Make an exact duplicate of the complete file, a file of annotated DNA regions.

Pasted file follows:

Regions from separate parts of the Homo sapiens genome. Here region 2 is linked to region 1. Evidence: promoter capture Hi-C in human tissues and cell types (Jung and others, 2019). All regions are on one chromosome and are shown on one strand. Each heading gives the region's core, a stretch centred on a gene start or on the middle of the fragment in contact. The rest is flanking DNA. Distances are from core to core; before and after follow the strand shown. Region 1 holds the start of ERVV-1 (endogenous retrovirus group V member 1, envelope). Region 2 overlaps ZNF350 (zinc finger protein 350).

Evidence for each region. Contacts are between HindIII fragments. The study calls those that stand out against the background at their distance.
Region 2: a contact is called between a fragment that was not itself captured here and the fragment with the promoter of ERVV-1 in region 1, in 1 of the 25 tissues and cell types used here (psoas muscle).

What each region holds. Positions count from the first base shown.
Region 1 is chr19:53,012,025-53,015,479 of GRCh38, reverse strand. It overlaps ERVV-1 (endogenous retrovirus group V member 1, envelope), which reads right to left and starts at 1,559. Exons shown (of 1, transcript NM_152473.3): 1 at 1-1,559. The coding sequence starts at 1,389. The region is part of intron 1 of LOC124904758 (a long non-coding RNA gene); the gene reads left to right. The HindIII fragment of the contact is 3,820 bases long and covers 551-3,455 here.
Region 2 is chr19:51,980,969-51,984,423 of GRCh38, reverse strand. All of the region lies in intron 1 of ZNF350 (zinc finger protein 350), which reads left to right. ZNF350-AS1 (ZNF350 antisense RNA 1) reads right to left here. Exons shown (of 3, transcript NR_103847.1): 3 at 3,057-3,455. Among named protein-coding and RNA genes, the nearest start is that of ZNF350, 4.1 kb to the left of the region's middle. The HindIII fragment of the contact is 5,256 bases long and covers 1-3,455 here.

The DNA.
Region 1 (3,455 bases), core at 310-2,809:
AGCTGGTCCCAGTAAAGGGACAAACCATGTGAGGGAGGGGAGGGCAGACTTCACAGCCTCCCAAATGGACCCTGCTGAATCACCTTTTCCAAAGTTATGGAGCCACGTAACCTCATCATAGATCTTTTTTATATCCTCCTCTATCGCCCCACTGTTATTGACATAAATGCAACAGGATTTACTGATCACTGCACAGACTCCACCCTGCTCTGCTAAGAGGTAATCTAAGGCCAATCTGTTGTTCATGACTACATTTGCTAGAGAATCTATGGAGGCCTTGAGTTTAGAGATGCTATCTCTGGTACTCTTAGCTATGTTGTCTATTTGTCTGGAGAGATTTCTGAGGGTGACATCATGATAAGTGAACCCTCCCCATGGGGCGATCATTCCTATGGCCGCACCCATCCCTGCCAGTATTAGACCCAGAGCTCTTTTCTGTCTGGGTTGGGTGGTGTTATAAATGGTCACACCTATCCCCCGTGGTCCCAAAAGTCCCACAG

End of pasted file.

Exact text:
Regions from separate parts of the Homo sapiens genome. Here region 2 is linked to region 1. Evidence: promoter capture Hi-C in human tissues and cell types (Jung and others, 2019). All regions are on one chromosome and are shown on one strand. Each heading gives the region's core, a stretch centred on a gene start or on the middle of the fragment in contact. The rest is flanking DNA. Distances are from core to core; before and after follow the strand shown. Region 1 holds the start of ERVV-1 (endogenous retrovirus group V member 1, envelope). Region 2 overlaps ZNF350 (zinc finger protein 350).

Evidence for each region. Contacts are between HindIII fragments. The study calls those that stand out against the background at their distance.
Region 2: a contact is called between a fragment that was not itself captured here and the fragment with the promoter of ERVV-1 in region 1, in 1 of the 25 tissues and cell types used here (psoas muscle).

What each region holds. Positions count from the first base shown.
Region 1 is chr19:53,012,025-53,015,479 of GRCh38, reverse strand. It overlaps ERVV-1 (endogenous retrovirus group V member 1, envelope), which reads right to left and starts at 1,559. Exons shown (of 1, transcript NM_152473.3): 1 at 1-1,559. The coding sequence starts at 1,389. The region is part of intron 1 of LOC124904758 (a long non-coding RNA gene); the gene reads left to right. The HindIII fragment of the contact is 3,820 bases long and covers 551-3,455 here.
Region 2 is chr19:51,980,969-51,984,423 of GRCh38, reverse strand. All of the region lies in intron 1 of ZNF350 (zinc finger protein 350), which reads left to right. ZNF350-AS1 (ZNF350 antisense RNA 1) reads right to left here. Exons shown (of 3, transcript NR_103847.1): 3 at 3,057-3,455. Among named protein-coding and RNA genes, the nearest start is that of ZNF350, 4.1 kb to the left of the region's middle. The HindIII fragment of the contact is 5,256 bases long and covers 1-3,455 here.

The DNA.
Region 1 (3,455 bases), core at 310-2,809:
AGCTGGTCCCAGTAAAGGGACAAACCATGTGAGGGAGGGGAGGGCAGACTTCACAGCCTCCCAAATGGACCCTGCTGAATCACCTTTTCCAAAGTTATGGAGCCACGTAACCTCATCATAGATCTTTTTTATATCCTCCTCTATCGCCCCACTGTTATTGACATAAATGCAACAGGATTTACTGATCACTGCACAGACTCCACCCTGCTCTGCTAAGAGGTAATCTAAGGCCAATCTGTTGTTCATGACTACATTTGCTAGAGAATCTATGGAGGCCTTGAGTTTAGAGATGCTATCTCTGGTACTCTTAGCTATGTTGTCTATTTGTCTGGAGAGATTTCTGAGGGTGACATCATGATAAGTGAACCCTCCCCATGGGGCGATCATTCCTATGGCCGCACCCATCCCTGCCAGTATTAGACCCAGAGCTCTTTTCTGTCTGGGTTGGGTGGTGTTATAAATGGTCACACCTATCCCCCGTGGTCCCAAAAGTCCCACAG